Monday, 20 August 2018

David Bowie - Reality (2003)


Released September 2003

Recorded in New York City

This is a keyboard, electronic sound-dominated album, taking some of the sonic ambience of "Heroes", "Lodger" and, particularly "Scary Monsters" to produce an album that while, looking back to those albums, still managed, as Bowie always did, to sound contemporary. There are all sorts of weird dance-ish sort of sounds all over the album. Bowie's distinct vocal soars confidently over it all. It is one of my favourites of the "later period" Bowie albums. There is considerable contemporary influence on it, but it also rocks, as much as any of his later albums, which is so good to hear. Earl Slick and Mike Garson are present from days gone by too.


1. New Killer Star
2. Pablo Picsasso
3. Never Get Old
4. The Loneliest Guy
5. Looking For Water
6. She'll Drive The Big Car
7. Days
8. Fall Dog Bombs The Moon
9. Try Some, Buy Some
10. Reality
11. Bring Me The Disco King

The opener, "New Killer Star" features a really good Bowie vocal, a big thumping metronomic drum sound, some searing guitars and some swirling "Heroes"-style synthesiser riffs. The song has a catchy hook and something about it. "The great white scar over Battery Park" presumably refers, somewhat obliquely, to 9/11. It has an urban New York's feel to it, anyway, or maybe I am subconsciously conditioned to thinking that.  The punchy, upbeat "Pablo Picasso" has a sumptuous, intoxicating bass line underpinning it some addictive keyboard riffs, Spanish guitar and some decidedly odd lyrics from Bowie about Pablo Picasso never being called an a**hole. There is something vaguely Velvet Underground about this one and it has a very psychedelic sixties mandolin(?) solo part at the end. It is an appealing, beguiling track. "Never Get Old" has a booming, strident hook about never getting old (obviously). Bowie delivers the message wonderfully and you believe him. Of course, tragically, he never did get old. One of the things that is so notable about this album, for me, is just how good Bowie's vocals are.

"The Loneliest Guy" is a plaintive, piano and keyboard backed sombre and sad number that brings the tempo of the album down, briefly, but it is soon back up again for the riffy, "Looking For Water", which, for me, has hints of some of the "Never Let Me Down" material from 1987 about it. It also has that cutting, Robert Fripp-style guitar all over it and a haunting, sonorous Bowie vocal. "She'll Drive The Big Car" is a rhythmic, bassy very American-influenced, grinding song with references to "up on Riverside", "The Hudson" and "by the dawn's early light..". Again, the vocal has real "Never Let Me Down" era nuances to it, in places. "Days" is not The Kinks song, but somehow it sounds like its older brother. Again, it has a really appealing bass rhythm and yet another towering, yet somehow sad and yearning vocal.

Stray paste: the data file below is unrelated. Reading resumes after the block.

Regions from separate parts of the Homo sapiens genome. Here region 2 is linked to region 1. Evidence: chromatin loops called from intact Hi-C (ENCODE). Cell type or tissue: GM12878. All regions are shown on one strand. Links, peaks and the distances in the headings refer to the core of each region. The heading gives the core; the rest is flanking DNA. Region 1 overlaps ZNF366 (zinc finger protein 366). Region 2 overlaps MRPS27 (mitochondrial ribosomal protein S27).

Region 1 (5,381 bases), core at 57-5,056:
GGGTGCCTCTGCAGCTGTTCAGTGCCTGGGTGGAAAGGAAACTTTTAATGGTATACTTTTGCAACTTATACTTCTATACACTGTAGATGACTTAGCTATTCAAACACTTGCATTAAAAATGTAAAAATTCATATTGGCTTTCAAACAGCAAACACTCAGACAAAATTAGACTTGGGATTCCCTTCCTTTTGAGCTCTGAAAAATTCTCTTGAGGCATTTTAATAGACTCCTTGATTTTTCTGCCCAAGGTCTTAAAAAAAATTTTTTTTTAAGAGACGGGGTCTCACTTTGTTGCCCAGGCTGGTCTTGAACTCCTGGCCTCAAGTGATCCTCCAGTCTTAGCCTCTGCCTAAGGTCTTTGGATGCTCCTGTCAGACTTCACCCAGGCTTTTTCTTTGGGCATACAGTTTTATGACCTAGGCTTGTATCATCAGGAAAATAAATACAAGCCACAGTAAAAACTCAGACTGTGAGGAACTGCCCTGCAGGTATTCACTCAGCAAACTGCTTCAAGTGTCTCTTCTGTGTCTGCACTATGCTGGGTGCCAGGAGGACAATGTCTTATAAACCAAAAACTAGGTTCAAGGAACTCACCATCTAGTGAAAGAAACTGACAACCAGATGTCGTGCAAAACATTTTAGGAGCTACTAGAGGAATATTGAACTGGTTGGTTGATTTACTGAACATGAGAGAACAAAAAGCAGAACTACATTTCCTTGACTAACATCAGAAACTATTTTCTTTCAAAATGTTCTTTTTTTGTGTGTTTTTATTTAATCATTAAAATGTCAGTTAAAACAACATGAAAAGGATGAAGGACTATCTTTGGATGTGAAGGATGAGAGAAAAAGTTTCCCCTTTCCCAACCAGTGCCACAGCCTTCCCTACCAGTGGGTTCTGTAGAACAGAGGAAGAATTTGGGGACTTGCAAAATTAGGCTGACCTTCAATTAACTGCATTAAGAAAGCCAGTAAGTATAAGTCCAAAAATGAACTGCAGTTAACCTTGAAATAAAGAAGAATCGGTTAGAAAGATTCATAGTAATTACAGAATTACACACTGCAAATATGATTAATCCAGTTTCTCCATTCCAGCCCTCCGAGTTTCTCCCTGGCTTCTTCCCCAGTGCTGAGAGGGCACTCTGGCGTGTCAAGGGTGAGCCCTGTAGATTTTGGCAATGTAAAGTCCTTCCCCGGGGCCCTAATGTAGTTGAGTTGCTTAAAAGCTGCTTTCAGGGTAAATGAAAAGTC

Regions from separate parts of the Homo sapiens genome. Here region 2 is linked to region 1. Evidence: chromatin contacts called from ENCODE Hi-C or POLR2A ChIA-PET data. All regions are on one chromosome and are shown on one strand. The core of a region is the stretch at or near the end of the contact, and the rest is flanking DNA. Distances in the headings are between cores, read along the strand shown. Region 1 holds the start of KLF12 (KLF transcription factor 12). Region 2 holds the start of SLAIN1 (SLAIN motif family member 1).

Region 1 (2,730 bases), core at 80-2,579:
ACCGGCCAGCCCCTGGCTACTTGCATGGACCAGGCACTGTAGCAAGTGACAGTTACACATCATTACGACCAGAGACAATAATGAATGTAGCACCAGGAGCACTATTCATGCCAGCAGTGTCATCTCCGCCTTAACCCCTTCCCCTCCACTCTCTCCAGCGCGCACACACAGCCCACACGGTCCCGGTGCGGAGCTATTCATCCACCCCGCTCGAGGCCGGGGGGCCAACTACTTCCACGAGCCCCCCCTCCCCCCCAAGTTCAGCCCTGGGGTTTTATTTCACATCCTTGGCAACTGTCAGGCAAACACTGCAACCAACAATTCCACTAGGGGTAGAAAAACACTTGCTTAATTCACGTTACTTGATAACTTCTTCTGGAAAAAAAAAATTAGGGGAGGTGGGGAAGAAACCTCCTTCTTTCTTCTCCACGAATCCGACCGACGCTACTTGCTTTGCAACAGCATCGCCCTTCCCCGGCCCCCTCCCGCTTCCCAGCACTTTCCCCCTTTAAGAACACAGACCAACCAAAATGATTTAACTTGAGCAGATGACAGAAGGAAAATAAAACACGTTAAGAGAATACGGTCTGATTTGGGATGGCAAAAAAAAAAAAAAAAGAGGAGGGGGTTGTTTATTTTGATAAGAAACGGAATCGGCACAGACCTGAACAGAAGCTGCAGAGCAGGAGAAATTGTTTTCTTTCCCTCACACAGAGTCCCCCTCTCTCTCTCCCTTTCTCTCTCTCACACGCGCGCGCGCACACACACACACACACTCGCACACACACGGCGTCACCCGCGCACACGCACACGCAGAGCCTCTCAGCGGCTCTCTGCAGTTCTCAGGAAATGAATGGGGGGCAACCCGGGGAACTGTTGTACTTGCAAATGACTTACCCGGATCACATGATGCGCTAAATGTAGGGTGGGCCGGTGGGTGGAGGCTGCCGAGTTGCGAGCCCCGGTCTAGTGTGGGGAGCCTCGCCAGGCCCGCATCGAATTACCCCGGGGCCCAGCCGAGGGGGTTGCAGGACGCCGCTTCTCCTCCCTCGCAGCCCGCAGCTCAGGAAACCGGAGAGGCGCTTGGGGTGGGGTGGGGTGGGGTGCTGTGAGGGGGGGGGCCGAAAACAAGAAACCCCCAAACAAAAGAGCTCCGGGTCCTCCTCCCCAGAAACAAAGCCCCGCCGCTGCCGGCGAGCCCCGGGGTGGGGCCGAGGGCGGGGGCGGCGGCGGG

"Fall Dog Bombs The Moon" recycles that swirling, industrial sounding "Heroes" synthesiser riff in places, particularly half way through. It is a pounding, intense and bleakly rocking number. One of the best on the album. Proper drums on it too. "Try Some, Buy Some" is a cover of a George Harrison song from 1971. For whatever reason this one just doesn't convince me and is probably this album's "It Ain't Easy". I actually don't think it's a very good song, to be rurally honest. The title track is next and a frenetic, electric rocker it is too, with airs of the material on "Lodger" about it for me, and some of "Scary Monsters" too. Something in that guitar sound.

I love the atmospheric, jazzy Mike Garson piano intro to "Bring Me The Disco King" and the brushy percussion. This song was apparently a reject from 1993's "Black Tie White Noise". It did indeed feature some of the jazzy influences that were present on that album. In fact, it would have sounded better on that album than on this one, maybe. Here it sounds ever so slightly incongruous after the largely upbeat material that has been before. That is a really tiny gripe, though, because I love the track. Many at the time thought this would be Bowie's last album. If it had been, it would have been a good one, and "Bring Me The Disco King" such a beguiling final track.

* Bowie's cover of The Kinks' "Waterloo Sunset" is included on the "deluxe edition" and highly enjoyable it is too. Wouldn't it have been great on "Pin Ups"?


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